Shakespearean Insults You Need To Start Using

by Shaun Fitzpatrick
Columbia Pictures

When it comes to insults, no one does it quite like William Shakespeare. What, you thought all he did was write tragic romances and a lot of vaguely problematic comedies? Well, in between writing about dead lovers and women with terrible taste in men (fun fact, these two overlapped a lot), Shakespeare found time to write some really sick burns into his plays.

You might be thinking, "What good does any of this do me? It's not like I can use Shakespearean insults in my normal life." WRONG. SO WRONG. Not only can you use Shakespearean insults, but you should use them, and regularly. Will wrote some real zingers, and he's not afraid to hit below the belt. Plus, just think of how impressed (and confused) your enemies will be when you refer to them as a greasy tallow-catch. You can shut down a fight and sound super cultured at the same time! Or really crazy. Whatever.

Below are 10 of my favorite Shakespearean insults. A lot of them come from his comedies, but surprisingly his tragedies and even a few histories had some really snarky insults to choose from (Prince Hal and Falstaff are particularly imaginative with them). Try to work them into your fights with your siblings or significant other.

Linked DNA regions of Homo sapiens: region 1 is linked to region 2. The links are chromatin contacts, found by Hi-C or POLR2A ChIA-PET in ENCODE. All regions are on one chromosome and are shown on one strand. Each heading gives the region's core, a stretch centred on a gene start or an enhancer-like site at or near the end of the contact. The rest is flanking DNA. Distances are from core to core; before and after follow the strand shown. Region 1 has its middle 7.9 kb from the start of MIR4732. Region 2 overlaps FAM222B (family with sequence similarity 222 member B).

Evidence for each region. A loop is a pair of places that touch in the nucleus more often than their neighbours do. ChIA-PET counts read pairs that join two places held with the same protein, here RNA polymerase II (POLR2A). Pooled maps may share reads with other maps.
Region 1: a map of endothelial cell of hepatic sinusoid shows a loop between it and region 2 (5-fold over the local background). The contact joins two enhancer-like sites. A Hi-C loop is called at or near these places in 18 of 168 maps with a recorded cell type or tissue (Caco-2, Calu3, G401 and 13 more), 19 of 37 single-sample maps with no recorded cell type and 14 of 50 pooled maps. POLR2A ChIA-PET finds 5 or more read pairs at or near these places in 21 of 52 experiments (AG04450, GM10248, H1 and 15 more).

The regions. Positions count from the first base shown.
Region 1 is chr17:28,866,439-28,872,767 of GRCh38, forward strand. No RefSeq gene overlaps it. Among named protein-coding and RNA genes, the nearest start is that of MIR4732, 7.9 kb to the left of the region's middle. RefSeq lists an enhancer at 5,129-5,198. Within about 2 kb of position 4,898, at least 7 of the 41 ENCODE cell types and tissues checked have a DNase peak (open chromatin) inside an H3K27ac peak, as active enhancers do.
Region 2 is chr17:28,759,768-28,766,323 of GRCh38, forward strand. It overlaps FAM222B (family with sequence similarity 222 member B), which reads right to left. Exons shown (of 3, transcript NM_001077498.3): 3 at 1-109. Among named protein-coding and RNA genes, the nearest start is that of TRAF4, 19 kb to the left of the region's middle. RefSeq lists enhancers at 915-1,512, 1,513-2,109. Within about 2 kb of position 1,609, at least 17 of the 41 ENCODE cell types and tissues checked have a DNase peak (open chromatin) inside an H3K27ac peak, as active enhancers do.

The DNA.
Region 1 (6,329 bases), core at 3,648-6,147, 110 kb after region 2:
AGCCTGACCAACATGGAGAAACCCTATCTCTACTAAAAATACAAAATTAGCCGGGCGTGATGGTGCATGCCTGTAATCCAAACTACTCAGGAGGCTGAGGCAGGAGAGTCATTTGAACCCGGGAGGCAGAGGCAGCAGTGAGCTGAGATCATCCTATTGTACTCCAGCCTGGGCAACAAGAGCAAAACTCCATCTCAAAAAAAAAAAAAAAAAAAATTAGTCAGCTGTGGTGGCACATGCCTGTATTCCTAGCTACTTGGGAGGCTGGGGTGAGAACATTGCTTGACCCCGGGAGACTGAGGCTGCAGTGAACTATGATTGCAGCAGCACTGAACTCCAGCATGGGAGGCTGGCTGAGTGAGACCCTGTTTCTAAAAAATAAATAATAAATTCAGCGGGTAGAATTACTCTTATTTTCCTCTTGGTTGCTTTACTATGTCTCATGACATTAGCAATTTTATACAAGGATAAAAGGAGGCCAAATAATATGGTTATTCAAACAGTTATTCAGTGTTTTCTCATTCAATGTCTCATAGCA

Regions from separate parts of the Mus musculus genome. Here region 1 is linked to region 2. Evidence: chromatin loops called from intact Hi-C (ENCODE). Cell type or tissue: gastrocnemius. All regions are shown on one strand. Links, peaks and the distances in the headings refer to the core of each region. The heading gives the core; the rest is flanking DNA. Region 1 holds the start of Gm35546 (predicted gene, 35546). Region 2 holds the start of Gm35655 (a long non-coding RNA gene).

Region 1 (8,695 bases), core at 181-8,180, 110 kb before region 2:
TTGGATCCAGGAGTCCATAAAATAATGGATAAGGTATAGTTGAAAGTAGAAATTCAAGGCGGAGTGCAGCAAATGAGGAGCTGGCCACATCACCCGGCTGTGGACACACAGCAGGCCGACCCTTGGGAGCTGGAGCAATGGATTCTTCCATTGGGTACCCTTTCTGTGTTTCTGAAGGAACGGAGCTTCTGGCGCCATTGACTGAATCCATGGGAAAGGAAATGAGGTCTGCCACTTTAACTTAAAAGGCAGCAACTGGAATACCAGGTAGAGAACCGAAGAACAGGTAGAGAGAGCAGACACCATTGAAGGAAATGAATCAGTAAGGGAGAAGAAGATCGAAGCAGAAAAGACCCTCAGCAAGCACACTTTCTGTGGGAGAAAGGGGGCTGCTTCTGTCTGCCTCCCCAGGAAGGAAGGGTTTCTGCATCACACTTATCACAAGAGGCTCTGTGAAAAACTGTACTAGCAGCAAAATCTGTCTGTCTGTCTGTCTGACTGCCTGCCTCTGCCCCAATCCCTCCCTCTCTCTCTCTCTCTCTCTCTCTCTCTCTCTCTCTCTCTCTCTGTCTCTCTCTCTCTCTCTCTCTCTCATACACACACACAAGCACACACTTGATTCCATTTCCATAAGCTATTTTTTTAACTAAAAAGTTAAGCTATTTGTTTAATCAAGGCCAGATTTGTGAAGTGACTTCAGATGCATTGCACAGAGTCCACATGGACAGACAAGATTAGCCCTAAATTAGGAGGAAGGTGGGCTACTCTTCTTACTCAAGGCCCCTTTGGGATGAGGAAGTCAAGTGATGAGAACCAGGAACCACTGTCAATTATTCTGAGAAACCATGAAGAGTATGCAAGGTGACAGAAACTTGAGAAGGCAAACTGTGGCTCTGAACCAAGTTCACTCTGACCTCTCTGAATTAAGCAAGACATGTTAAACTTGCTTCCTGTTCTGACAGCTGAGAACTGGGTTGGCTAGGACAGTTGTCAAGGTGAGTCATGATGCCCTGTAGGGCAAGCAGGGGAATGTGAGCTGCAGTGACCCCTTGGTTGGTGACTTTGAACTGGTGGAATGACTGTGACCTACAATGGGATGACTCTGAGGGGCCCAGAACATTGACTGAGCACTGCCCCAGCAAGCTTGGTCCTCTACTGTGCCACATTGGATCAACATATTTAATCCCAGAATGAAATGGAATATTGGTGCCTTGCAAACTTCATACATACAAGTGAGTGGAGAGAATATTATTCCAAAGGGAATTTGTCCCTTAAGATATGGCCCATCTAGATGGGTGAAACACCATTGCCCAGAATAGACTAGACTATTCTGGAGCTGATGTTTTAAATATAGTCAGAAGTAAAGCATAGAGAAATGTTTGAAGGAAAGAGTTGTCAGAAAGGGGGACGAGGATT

"For shame, thou hilding of a devilish spirit..."

The Taming of the Shrew

I'm going to start exclusively referring to my sister as a "hilding of a devilish spirit" when I'm mad at her.


"If her breath were as terrible as her terminations, there were no living near her, she would infect to the North Star."

Much Ado About Nothing

That seems like a bit of an exaggeration, but I get where you're going with that.


"You, mistress, that have the office opposite to Saint Peter and keep the gate of hell!"


AKA what you want to shout at your boss when you're having a bad day at work.


"Why, thou clay-brained guts, thou knotty-pated fool, thou whoreson obscene greasy tallow-catch — "

— Henry IV, Part I

Only to be used when you're really, really mad at someone.


"A whoreson, beetle-headed, flap-eared knave."

— Taming of the Shrew

I don't know what it means to be beetle-headed, but it can't be good.


"I will sooner have a beard grow in the palm of my hand than he shall get one off his cheek."

— Henry IV, Part II

Ooooh, need some cream for that burn?


"I do bite my thumb, sir."

Romeo and Juliet

Obviously you should actually bite your thumb as well to really drive home the insult.


"O villain, thy lips are scarce wiped since thou drunkest last."

— Henry IV, Part I

Shakespearean for "you drunk bitch."


"Get thee to a nunnery."


You know "nunnery" can also mean whorehouse, right? And while I don't condone slut-shaming anyone, please feel free to use this the next time your friend asks if her outfit is too risqué.


"He's a most notable coward, an infinite and endless liar, an hourly promise-breaker, the owner of no one good quality..."

All's Well That Ends Well

OK, but tell us how you really feel.